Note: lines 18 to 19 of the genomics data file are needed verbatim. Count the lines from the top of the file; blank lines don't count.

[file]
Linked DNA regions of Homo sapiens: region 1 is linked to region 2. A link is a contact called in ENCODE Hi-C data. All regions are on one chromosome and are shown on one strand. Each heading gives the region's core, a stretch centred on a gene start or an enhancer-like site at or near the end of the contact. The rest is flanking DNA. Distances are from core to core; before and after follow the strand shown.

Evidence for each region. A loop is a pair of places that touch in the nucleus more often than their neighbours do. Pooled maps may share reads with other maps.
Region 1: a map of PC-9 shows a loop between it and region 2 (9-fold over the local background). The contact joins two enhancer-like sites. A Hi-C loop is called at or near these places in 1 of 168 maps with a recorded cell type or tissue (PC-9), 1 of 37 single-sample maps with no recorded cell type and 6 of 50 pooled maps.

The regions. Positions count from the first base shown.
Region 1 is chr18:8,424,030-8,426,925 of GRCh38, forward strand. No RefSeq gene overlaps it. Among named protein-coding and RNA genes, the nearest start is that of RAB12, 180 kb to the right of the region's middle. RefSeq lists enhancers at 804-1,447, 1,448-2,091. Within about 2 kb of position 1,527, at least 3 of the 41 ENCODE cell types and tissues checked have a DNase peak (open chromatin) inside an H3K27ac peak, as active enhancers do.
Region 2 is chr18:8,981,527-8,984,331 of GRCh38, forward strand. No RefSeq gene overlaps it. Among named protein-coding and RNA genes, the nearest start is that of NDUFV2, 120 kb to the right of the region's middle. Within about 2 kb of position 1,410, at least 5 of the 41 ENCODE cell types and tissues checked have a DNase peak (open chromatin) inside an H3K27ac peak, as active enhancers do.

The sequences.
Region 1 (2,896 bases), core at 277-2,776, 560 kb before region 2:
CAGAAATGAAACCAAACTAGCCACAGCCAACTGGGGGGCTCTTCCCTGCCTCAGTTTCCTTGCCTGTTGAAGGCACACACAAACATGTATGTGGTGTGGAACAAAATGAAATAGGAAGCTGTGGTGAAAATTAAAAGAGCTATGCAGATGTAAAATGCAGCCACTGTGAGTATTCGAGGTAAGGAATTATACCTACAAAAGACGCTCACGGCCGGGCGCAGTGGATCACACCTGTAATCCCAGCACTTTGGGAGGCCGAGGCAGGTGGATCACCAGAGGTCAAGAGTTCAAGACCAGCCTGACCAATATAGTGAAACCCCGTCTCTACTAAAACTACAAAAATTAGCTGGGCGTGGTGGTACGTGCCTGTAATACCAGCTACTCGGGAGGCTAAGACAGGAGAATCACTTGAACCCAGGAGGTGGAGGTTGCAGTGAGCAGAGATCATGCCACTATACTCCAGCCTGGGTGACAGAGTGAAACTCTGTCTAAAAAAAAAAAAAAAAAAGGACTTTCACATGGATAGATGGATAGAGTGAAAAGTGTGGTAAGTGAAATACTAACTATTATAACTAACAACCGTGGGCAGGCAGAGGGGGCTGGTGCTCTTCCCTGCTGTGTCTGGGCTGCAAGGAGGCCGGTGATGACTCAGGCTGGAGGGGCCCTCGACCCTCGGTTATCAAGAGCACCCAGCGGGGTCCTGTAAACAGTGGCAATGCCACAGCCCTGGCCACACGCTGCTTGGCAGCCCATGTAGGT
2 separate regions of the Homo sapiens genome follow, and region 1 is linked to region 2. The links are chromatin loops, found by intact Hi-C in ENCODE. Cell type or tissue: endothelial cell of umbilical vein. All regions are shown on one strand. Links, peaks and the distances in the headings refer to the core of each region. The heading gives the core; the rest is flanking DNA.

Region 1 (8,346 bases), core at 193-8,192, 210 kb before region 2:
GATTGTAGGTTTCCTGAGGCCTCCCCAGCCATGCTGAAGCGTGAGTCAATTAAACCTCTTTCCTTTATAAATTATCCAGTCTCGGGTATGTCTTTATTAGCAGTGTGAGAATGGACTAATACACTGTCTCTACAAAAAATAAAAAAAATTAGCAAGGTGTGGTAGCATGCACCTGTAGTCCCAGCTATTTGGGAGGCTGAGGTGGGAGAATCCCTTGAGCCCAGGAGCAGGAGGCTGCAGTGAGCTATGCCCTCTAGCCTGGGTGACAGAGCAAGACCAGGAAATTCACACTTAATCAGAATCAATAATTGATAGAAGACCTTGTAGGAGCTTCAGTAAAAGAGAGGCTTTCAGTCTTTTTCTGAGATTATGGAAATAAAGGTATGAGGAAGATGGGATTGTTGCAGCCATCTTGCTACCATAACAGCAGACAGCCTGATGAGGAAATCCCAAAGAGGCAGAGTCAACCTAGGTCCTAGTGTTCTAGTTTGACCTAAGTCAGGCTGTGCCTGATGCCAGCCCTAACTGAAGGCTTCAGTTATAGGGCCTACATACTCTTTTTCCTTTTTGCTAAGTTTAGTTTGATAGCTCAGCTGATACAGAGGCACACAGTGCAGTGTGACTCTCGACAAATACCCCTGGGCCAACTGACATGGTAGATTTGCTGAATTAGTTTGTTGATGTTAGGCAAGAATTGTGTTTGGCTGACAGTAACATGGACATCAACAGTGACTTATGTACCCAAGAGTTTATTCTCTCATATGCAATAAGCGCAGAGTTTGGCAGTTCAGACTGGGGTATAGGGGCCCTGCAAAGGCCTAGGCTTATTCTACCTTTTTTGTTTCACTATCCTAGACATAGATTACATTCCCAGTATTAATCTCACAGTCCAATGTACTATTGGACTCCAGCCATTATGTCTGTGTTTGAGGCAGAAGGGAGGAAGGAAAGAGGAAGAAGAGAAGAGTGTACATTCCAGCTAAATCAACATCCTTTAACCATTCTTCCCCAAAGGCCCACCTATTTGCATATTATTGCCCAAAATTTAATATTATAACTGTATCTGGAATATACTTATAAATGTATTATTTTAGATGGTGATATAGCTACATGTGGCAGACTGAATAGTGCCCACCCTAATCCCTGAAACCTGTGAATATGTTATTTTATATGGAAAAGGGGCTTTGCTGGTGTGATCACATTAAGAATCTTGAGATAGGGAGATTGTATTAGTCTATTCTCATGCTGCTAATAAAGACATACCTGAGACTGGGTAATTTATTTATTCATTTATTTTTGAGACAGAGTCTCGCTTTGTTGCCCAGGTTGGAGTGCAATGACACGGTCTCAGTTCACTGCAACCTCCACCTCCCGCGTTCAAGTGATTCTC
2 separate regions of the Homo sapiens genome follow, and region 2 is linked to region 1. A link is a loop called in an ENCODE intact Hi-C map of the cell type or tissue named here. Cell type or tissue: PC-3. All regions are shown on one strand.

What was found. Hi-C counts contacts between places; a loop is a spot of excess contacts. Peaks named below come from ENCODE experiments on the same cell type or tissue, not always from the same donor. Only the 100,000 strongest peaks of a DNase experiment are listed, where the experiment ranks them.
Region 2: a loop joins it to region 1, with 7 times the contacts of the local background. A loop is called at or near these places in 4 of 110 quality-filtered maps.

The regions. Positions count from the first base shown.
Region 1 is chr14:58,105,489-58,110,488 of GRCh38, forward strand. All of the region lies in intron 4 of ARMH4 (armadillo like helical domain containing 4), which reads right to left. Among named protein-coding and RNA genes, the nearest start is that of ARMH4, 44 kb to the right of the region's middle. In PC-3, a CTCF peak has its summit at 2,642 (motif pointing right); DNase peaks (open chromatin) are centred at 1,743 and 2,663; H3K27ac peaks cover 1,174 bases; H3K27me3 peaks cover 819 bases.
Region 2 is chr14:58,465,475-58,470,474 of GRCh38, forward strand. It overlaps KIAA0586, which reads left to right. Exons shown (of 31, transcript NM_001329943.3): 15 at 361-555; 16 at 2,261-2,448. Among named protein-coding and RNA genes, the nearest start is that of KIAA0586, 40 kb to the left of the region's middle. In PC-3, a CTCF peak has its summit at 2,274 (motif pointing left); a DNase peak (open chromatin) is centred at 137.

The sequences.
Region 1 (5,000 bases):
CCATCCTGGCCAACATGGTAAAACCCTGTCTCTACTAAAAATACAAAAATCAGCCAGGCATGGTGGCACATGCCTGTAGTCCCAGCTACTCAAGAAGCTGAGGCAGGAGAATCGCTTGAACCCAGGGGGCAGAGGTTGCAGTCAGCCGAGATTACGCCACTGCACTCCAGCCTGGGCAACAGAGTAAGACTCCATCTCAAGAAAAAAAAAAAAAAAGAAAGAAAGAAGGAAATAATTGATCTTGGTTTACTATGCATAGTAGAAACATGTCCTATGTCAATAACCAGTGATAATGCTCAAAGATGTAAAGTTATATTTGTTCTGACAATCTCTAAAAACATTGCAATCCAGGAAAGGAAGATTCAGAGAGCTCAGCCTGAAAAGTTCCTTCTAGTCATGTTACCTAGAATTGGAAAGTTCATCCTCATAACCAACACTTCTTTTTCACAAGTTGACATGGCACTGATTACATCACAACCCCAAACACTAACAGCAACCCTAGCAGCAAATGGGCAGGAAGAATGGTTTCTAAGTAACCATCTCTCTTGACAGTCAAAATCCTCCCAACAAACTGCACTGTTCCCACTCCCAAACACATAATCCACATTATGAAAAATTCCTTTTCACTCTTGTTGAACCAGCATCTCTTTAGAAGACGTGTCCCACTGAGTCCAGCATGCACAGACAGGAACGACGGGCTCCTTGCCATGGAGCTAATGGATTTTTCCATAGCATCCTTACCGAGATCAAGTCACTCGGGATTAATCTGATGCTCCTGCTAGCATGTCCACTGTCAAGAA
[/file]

Region 2 is chr14:58,465,475-58,470,474 of GRCh38, forward strand. It overlaps KIAA0586, which reads left to right. Exons shown (of 31, transcript NM_001329943.3): 15 at 361-555; 16 at 2,261-2,448. Among named protein-coding and RNA genes, the nearest start is that of KIAA0586, 40 kb to the left of the region's middle. In PC-3, a CTCF peak has its summit at 2,274 (motif pointing left); a DNase peak (open chromatin) is centred at 137.

The sequences.